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Exchange rate fluctuations, labour laws, and gender differences in job flows: Analysis of manufacturing industries across Indian states

Choorikkad Veeramani and Purna Banerjee

World Development, 2022, vol. 152, issue C

Abstract: India’s disappointing performance in creating productive employment for women, in spite of its increased integration with the world markets, contrasts with the experience of several countries in Asia. A number of studies have analysed the supply and demand side factors responsible for this situation. However, no study has examined the gender differences in job flows – job creation, destruction and reallocation. Net employment changes may conceal large changes in gross job flows and the associated adjustment costs. Using plant level panel data from India’s formal manufacturing sector for the period 1998–2014, this paper estimates the magnitude of job flows and analyses the impact of industry-level changes in exchange rates on job flow dynamics of men and women across state-industries. Even as net employment grew sluggishly for women, we find that, the labour market was characterised by a simultaneous process of job destruction and creation. Our analysis provides evidence for an asymmetric impact of exchange rates on job flows, with depreciation (appreciation) resulting in higher (lower) gross job creation rates with no effect on job destruction rates. Exchange rate depreciation results in higher gross and net job creation rates for both men and women in states with flexible labour laws. In states with inflexible labour laws, however, depreciation causes an increase in gross job creation for women (but not for men) with no effect on net job creation. Exchange rate depreciation also causes women to face higher job reallocation than men, particularly in states with inflexible labour laws. Participation in global value chains and output tariff reductions are found to exacerbate the effects of exchange rate changes on women’s job flows. Firms operating under rigid labour market conditions tend to employ female workers as a ‘buffer’ to adjust the workforce in response to short term fluctuations in export competitiveness.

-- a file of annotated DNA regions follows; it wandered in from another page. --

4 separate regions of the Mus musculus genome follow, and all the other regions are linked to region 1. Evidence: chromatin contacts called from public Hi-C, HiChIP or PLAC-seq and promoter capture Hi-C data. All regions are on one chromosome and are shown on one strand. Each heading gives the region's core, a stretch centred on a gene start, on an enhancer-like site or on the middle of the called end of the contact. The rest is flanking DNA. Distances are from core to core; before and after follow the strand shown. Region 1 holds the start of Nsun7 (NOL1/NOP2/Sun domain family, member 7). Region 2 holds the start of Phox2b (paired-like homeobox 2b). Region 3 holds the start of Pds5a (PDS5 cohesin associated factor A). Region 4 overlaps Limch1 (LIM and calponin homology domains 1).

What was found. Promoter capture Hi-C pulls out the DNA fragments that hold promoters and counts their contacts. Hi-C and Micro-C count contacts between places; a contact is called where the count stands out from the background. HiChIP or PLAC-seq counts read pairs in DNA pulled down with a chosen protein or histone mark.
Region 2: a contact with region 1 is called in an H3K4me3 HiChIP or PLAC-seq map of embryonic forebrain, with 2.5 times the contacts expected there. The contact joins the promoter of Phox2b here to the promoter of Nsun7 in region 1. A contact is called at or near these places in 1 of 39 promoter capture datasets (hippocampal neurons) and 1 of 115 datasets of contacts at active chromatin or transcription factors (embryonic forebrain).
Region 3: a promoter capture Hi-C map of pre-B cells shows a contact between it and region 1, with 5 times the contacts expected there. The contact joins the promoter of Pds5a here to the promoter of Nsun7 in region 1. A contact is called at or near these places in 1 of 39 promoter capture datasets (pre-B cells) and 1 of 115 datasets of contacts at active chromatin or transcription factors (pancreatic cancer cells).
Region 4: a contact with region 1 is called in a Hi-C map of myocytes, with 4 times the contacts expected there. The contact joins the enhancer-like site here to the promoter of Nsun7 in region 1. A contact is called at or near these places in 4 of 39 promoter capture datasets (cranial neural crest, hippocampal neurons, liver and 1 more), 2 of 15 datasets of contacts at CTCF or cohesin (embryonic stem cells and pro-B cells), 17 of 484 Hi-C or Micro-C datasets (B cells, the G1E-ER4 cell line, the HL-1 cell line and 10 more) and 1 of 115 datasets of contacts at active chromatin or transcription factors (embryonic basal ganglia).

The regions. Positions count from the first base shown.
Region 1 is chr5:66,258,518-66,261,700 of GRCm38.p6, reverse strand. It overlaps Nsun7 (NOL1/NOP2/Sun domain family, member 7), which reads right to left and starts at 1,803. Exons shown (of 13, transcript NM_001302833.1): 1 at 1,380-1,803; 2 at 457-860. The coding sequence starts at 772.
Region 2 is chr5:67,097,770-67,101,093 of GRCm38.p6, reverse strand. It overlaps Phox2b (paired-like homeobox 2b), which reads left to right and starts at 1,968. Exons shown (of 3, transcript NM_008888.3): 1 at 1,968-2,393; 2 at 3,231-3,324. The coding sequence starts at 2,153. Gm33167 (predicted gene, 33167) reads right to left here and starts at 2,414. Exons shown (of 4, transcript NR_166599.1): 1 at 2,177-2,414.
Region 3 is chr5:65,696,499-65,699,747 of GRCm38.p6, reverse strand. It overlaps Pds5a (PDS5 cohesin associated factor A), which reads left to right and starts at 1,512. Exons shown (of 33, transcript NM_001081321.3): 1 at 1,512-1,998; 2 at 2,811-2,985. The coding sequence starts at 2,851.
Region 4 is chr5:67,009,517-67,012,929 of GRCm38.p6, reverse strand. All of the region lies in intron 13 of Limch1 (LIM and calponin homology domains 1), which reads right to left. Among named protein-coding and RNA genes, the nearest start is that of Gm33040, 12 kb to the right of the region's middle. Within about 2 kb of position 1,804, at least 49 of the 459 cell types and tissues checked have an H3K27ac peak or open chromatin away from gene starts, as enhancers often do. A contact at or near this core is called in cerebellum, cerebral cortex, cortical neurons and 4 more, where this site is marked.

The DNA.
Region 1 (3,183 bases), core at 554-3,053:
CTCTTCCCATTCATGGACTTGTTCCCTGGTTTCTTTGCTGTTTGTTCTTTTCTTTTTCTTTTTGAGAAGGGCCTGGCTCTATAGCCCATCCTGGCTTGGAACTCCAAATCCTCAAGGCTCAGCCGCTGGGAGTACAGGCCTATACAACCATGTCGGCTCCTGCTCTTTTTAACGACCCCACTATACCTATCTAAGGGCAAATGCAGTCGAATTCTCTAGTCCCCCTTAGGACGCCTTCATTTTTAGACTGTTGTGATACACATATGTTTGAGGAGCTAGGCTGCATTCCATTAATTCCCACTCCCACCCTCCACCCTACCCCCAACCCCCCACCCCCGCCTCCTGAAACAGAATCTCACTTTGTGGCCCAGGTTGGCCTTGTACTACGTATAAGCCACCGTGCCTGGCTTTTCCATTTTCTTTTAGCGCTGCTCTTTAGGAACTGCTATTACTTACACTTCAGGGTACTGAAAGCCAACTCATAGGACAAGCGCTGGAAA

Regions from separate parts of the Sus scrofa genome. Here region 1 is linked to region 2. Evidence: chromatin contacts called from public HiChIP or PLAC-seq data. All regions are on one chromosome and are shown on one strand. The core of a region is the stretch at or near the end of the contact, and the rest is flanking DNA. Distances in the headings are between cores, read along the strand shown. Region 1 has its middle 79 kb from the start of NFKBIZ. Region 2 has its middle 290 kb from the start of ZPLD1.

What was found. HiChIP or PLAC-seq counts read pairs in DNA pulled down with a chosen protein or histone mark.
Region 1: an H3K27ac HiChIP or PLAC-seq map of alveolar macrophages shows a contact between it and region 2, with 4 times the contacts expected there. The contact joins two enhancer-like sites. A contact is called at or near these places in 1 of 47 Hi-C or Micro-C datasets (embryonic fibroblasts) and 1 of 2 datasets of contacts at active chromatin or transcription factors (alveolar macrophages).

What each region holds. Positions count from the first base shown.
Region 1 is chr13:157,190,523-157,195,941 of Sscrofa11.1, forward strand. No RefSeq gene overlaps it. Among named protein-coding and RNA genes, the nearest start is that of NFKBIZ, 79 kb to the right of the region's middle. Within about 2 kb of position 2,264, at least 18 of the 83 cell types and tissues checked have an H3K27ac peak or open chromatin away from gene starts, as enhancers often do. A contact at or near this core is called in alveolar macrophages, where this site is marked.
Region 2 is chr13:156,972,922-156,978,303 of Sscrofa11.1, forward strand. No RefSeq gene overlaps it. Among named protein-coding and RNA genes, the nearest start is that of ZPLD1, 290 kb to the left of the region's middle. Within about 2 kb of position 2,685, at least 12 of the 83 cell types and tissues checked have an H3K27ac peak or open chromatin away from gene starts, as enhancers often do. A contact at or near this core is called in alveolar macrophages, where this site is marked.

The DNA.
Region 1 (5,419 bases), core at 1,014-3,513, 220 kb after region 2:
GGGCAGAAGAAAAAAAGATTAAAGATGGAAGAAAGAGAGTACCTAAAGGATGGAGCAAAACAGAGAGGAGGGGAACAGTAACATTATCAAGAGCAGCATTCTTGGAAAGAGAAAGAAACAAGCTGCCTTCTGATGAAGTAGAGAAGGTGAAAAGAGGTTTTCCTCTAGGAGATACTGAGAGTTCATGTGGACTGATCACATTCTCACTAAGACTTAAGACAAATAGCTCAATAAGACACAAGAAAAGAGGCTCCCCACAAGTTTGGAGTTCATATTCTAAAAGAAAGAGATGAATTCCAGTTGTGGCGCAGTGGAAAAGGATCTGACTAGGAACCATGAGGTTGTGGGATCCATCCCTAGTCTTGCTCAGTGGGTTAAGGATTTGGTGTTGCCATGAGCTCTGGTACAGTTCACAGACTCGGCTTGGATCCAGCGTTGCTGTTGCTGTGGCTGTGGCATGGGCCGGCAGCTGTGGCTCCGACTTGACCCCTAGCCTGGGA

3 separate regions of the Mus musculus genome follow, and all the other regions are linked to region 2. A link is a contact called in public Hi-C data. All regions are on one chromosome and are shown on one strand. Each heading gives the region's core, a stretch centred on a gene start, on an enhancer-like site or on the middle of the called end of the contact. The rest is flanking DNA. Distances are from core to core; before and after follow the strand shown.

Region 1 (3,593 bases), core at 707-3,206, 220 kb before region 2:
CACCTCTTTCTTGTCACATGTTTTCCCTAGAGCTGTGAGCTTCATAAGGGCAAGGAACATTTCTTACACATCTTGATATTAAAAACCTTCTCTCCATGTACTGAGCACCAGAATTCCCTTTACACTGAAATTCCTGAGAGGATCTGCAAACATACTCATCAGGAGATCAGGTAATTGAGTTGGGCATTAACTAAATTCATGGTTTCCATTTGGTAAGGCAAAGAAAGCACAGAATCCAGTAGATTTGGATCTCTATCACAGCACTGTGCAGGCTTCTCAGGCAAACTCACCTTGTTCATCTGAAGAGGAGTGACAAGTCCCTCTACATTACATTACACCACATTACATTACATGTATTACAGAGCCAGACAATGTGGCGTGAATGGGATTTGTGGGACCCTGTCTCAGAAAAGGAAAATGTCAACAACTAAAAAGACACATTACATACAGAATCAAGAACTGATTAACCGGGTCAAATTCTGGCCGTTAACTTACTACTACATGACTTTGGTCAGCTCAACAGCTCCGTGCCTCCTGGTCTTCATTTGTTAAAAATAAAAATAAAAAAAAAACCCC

Keywords: Job flows; Exchange rate; Competitiveness; Women; India (search for similar items in EconPapers)
Date: 2022
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DOI: 10.1016/j.worlddev.2021.105802

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